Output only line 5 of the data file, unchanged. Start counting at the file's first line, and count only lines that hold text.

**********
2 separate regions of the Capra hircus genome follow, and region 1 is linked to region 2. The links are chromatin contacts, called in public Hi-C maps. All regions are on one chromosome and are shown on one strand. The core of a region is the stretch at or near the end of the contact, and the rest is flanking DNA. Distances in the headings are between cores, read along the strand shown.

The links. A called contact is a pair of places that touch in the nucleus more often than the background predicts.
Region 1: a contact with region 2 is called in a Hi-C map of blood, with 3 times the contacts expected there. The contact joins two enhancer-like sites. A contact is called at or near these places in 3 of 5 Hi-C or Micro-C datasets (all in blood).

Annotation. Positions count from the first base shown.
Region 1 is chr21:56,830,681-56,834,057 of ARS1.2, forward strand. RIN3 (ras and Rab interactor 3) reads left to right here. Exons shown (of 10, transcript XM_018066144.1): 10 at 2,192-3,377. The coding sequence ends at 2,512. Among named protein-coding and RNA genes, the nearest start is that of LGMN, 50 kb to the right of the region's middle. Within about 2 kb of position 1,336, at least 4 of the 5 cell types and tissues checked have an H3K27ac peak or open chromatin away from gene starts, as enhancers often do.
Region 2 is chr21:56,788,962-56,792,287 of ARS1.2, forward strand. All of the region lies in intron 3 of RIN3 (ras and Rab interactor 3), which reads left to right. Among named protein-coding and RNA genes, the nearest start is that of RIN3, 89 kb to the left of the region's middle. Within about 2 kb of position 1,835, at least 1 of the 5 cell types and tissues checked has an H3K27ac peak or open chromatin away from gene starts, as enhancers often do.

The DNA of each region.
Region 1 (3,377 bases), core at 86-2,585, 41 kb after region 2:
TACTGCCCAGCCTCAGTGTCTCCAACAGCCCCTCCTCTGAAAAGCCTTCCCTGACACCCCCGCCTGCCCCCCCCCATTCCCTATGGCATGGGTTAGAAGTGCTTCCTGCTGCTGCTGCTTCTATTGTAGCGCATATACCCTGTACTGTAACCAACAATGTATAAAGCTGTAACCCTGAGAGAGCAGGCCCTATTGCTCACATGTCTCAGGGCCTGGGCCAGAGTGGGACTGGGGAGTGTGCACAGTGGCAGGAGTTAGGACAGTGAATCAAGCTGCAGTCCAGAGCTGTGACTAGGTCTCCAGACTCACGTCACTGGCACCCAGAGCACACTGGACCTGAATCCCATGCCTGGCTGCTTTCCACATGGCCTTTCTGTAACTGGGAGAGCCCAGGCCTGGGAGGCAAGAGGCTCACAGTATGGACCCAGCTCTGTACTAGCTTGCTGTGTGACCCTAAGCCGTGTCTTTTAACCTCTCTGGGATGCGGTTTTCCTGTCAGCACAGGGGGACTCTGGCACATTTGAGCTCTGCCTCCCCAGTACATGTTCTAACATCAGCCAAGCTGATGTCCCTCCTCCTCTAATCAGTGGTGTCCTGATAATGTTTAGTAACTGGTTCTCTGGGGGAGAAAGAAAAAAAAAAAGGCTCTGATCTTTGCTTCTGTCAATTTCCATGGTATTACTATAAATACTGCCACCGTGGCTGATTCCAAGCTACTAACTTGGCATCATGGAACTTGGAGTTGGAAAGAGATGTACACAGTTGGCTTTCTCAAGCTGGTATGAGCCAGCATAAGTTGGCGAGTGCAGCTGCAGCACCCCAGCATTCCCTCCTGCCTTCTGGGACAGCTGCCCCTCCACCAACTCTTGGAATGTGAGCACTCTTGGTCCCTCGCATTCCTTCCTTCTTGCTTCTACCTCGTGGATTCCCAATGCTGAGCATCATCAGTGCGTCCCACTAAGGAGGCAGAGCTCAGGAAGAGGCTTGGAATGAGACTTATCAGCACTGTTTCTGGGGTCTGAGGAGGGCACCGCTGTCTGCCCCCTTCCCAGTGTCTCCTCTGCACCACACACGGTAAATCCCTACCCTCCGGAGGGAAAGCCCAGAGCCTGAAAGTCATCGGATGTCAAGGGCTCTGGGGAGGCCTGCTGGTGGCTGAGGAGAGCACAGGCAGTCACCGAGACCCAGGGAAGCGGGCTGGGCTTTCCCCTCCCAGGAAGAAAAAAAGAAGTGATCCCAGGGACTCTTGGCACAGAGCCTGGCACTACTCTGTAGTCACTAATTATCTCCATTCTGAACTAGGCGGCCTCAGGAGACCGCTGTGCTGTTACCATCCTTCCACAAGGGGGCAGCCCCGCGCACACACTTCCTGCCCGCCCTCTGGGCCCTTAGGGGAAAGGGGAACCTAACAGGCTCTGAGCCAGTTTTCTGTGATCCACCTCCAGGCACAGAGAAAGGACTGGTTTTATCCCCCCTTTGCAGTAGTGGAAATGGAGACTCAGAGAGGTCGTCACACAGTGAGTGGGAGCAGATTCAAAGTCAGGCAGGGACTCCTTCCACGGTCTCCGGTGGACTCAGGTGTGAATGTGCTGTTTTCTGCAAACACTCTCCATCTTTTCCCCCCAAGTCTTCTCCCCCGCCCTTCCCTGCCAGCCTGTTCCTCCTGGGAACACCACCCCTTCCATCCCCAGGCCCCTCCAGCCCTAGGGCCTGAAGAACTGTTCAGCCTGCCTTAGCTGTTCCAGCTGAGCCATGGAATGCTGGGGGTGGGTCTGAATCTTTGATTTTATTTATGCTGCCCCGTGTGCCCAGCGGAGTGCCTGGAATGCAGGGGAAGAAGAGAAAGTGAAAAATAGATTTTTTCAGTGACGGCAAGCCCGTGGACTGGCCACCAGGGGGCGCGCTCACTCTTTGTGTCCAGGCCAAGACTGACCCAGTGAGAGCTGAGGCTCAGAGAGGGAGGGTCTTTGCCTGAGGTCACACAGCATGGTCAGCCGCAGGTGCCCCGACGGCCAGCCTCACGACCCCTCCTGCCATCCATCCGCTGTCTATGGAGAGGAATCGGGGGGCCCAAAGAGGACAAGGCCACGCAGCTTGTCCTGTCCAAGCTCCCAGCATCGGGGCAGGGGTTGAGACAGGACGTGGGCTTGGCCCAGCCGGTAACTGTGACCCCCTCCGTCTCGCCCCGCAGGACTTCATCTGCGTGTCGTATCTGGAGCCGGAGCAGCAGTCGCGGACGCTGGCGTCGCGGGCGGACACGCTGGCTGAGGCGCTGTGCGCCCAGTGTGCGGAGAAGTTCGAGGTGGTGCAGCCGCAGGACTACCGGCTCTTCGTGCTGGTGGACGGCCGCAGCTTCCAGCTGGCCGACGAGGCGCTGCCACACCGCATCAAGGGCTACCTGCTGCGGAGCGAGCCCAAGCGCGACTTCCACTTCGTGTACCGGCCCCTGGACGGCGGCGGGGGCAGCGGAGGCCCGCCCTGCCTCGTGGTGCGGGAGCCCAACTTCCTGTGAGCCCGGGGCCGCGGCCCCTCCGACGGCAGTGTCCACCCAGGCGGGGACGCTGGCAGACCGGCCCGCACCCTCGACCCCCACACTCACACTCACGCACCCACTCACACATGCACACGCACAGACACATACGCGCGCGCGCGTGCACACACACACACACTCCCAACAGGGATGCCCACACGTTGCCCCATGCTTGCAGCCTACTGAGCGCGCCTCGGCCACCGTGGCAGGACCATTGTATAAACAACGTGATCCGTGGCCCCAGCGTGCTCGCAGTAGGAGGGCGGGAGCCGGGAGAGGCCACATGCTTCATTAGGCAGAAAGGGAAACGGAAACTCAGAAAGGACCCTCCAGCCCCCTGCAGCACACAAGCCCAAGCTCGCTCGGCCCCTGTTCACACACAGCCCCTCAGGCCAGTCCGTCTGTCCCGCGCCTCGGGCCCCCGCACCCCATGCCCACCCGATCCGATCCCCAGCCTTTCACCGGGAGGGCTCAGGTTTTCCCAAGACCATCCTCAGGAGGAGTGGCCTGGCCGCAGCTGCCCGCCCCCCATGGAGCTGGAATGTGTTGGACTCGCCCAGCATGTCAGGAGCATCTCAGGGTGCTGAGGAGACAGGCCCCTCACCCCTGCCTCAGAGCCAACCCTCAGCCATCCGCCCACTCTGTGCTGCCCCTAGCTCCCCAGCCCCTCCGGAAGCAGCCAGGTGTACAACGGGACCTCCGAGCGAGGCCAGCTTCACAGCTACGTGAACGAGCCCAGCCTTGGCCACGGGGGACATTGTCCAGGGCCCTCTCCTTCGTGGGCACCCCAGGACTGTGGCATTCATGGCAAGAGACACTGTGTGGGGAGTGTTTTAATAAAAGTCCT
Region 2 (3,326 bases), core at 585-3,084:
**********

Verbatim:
Region 1 is chr21:56,830,681-56,834,057 of ARS1.2, forward strand. RIN3 (ras and Rab interactor 3) reads left to right here. Exons shown (of 10, transcript XM_018066144.1): 10 at 2,192-3,377. The coding sequence ends at 2,512. Among named protein-coding and RNA genes, the nearest start is that of LGMN, 50 kb to the right of the region's middle. Within about 2 kb of position 1,336, at least 4 of the 5 cell types and tissues checked have an H3K27ac peak or open chromatin away from gene starts, as enhancers often do.